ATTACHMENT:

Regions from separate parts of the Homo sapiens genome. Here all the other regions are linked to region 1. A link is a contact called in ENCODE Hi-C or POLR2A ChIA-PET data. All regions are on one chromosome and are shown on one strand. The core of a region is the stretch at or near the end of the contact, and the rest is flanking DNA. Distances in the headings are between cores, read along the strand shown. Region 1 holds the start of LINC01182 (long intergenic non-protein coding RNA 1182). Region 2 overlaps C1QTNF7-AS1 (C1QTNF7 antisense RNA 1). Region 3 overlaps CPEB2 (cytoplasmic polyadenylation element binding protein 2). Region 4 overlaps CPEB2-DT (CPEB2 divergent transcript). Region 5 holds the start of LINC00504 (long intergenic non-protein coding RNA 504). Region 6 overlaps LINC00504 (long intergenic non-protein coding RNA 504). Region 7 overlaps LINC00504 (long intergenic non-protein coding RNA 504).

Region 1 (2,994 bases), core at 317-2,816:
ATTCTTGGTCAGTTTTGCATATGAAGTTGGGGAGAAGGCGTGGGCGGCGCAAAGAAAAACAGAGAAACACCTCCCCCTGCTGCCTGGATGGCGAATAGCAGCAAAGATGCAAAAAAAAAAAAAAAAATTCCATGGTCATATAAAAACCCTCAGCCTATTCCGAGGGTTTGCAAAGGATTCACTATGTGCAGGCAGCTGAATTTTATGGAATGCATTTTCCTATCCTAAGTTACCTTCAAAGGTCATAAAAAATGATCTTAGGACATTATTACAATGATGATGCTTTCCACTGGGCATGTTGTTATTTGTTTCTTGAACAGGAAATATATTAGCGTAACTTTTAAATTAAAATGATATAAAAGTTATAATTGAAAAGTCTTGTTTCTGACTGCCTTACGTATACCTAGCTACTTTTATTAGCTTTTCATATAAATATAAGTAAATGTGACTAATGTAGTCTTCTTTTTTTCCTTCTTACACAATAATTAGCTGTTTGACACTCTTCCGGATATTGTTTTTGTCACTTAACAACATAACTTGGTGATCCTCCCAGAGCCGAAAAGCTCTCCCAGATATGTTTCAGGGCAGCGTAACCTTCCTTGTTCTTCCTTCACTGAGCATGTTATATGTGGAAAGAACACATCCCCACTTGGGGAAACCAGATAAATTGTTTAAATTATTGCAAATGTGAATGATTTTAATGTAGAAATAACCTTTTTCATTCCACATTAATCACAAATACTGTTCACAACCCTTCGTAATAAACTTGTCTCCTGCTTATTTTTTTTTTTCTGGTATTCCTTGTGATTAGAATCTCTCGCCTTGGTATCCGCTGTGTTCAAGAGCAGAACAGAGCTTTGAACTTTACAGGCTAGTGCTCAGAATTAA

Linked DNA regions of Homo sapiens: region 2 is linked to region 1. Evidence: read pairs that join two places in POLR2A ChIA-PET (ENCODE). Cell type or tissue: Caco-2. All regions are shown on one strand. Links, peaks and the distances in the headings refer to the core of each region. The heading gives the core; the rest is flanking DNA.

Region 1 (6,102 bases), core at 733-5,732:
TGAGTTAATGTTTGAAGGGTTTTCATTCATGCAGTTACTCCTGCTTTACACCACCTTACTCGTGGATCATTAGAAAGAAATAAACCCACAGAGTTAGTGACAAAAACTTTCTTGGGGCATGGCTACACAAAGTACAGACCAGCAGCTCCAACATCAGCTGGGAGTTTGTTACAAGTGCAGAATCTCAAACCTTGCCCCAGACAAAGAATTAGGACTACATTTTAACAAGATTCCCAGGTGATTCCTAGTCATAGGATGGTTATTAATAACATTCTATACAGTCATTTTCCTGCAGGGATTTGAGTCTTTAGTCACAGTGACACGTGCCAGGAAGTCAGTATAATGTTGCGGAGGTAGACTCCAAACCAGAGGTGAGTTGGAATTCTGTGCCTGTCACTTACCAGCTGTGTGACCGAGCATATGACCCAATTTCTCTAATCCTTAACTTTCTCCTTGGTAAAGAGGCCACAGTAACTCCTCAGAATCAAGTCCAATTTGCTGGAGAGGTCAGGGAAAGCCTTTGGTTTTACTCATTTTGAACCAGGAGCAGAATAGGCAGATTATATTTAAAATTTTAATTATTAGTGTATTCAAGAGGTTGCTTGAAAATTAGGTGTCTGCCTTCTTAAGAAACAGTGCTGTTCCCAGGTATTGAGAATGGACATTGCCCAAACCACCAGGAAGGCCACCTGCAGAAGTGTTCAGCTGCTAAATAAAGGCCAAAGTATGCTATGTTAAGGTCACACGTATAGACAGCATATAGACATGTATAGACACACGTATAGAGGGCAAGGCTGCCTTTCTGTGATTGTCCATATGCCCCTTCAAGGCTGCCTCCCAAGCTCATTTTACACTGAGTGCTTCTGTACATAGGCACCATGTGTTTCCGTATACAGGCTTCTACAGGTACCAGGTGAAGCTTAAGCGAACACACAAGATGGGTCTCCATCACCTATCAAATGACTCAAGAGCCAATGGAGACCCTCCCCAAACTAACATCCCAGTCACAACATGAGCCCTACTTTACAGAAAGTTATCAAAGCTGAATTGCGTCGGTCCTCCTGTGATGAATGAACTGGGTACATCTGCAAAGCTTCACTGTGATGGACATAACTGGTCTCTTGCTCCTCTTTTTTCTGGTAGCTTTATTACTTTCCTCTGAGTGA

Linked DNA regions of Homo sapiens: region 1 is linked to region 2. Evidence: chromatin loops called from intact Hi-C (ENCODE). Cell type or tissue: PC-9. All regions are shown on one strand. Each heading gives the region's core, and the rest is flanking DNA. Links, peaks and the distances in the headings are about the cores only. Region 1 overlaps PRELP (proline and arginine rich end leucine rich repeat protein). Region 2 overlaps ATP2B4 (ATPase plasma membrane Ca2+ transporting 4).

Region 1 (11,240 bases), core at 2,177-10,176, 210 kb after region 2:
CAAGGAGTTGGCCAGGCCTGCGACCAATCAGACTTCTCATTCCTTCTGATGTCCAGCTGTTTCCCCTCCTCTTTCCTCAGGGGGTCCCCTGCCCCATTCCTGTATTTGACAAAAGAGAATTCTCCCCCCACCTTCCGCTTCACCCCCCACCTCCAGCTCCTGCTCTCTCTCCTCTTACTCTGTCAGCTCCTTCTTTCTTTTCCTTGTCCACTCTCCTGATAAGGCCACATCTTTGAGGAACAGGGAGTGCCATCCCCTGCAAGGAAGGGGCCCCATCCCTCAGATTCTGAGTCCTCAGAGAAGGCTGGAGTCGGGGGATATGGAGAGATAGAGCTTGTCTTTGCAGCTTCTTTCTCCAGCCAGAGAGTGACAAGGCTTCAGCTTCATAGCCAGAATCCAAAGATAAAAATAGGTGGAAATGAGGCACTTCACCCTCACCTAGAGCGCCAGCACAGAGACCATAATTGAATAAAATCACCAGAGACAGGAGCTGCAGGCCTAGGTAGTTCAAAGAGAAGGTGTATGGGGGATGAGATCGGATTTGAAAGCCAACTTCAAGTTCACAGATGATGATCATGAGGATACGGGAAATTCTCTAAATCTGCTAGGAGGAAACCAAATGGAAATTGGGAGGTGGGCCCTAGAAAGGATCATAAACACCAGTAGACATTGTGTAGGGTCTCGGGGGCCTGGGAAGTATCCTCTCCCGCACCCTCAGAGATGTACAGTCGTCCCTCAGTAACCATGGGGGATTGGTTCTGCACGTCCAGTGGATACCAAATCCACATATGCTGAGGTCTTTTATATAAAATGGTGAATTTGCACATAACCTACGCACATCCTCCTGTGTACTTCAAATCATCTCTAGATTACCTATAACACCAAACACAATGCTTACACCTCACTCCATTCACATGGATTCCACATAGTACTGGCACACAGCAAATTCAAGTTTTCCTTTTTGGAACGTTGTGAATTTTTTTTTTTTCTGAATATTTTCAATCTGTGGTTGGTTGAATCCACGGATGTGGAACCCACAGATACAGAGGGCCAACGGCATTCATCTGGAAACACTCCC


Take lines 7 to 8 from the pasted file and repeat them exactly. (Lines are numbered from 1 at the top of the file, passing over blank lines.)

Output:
Linked DNA regions of Homo sapiens: region 1 is linked to region 2. Evidence: chromatin loops called from intact Hi-C (ENCODE). Cell type or tissue: PC-9. All regions are shown on one strand. Each heading gives the region's core, and the rest is flanking DNA. Links, peaks and the distances in the headings are about the cores only. Region 1 overlaps PRELP (proline and arginine rich end leucine rich repeat protein). Region 2 overlaps ATP2B4 (ATPase plasma membrane Ca2+ transporting 4).

Region 1 (11,240 bases), core at 2,177-10,176, 210 kb after region 2: